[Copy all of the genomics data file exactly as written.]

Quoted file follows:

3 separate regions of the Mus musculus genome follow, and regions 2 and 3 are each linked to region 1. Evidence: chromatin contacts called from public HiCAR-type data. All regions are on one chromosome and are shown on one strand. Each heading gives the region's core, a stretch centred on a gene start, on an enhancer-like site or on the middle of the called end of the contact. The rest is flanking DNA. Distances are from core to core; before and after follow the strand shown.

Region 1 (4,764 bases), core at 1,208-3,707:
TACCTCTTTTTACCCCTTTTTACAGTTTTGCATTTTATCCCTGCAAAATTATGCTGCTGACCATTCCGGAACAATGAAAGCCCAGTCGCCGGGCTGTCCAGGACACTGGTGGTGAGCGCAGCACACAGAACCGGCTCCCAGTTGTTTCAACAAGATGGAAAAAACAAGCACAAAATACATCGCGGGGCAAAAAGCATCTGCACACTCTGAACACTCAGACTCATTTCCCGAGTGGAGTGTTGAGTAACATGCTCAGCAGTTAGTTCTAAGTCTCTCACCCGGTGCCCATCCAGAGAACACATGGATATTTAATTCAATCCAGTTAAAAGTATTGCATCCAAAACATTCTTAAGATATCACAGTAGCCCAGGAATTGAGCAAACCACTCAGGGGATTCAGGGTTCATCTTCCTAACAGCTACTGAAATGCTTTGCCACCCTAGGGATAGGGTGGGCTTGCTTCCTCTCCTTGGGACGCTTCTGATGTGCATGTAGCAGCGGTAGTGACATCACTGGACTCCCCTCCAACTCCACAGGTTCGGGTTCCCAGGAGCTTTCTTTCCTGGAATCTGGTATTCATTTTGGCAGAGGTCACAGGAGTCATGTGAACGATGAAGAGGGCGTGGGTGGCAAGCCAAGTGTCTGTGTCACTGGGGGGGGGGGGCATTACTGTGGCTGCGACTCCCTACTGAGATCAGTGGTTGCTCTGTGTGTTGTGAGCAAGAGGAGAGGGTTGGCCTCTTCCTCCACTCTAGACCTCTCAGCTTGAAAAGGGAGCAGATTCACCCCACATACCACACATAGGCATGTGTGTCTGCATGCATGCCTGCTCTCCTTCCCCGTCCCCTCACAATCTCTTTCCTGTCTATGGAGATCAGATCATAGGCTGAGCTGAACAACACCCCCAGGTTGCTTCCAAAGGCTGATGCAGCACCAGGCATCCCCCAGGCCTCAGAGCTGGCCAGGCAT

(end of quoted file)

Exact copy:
3 separate regions of the Mus musculus genome follow, and regions 2 and 3 are each linked to region 1. Evidence: chromatin contacts called from public HiCAR-type data. All regions are on one chromosome and are shown on one strand. Each heading gives the region's core, a stretch centred on a gene start, on an enhancer-like site or on the middle of the called end of the contact. The rest is flanking DNA. Distances are from core to core; before and after follow the strand shown.

Region 1 (4,764 bases), core at 1,208-3,707:
TACCTCTTTTTACCCCTTTTTACAGTTTTGCATTTTATCCCTGCAAAATTATGCTGCTGACCATTCCGGAACAATGAAAGCCCAGTCGCCGGGCTGTCCAGGACACTGGTGGTGAGCGCAGCACACAGAACCGGCTCCCAGTTGTTTCAACAAGATGGAAAAAACAAGCACAAAATACATCGCGGGGCAAAAAGCATCTGCACACTCTGAACACTCAGACTCATTTCCCGAGTGGAGTGTTGAGTAACATGCTCAGCAGTTAGTTCTAAGTCTCTCACCCGGTGCCCATCCAGAGAACACATGGATATTTAATTCAATCCAGTTAAAAGTATTGCATCCAAAACATTCTTAAGATATCACAGTAGCCCAGGAATTGAGCAAACCACTCAGGGGATTCAGGGTTCATCTTCCTAACAGCTACTGAAATGCTTTGCCACCCTAGGGATAGGGTGGGCTTGCTTCCTCTCCTTGGGACGCTTCTGATGTGCATGTAGCAGCGGTAGTGACATCACTGGACTCCCCTCCAACTCCACAGGTTCGGGTTCCCAGGAGCTTTCTTTCCTGGAATCTGGTATTCATTTTGGCAGAGGTCACAGGAGTCATGTGAACGATGAAGAGGGCGTGGGTGGCAAGCCAAGTGTCTGTGTCACTGGGGGGGGGGGGCATTACTGTGGCTGCGACTCCCTACTGAGATCAGTGGTTGCTCTGTGTGTTGTGAGCAAGAGGAGAGGGTTGGCCTCTTCCTCCACTCTAGACCTCTCAGCTTGAAAAGGGAGCAGATTCACCCCACATACCACACATAGGCATGTGTGTCTGCATGCATGCCTGCTCTCCTTCCCCGTCCCCTCACAATCTCTTTCCTGTCTATGGAGATCAGATCATAGGCTGAGCTGAACAACACCCCCAGGTTGCTTCCAAAGGCTGATGCAGCACCAGGCATCCCCCAGGCCTCAGAGCTGGCCAGGCAT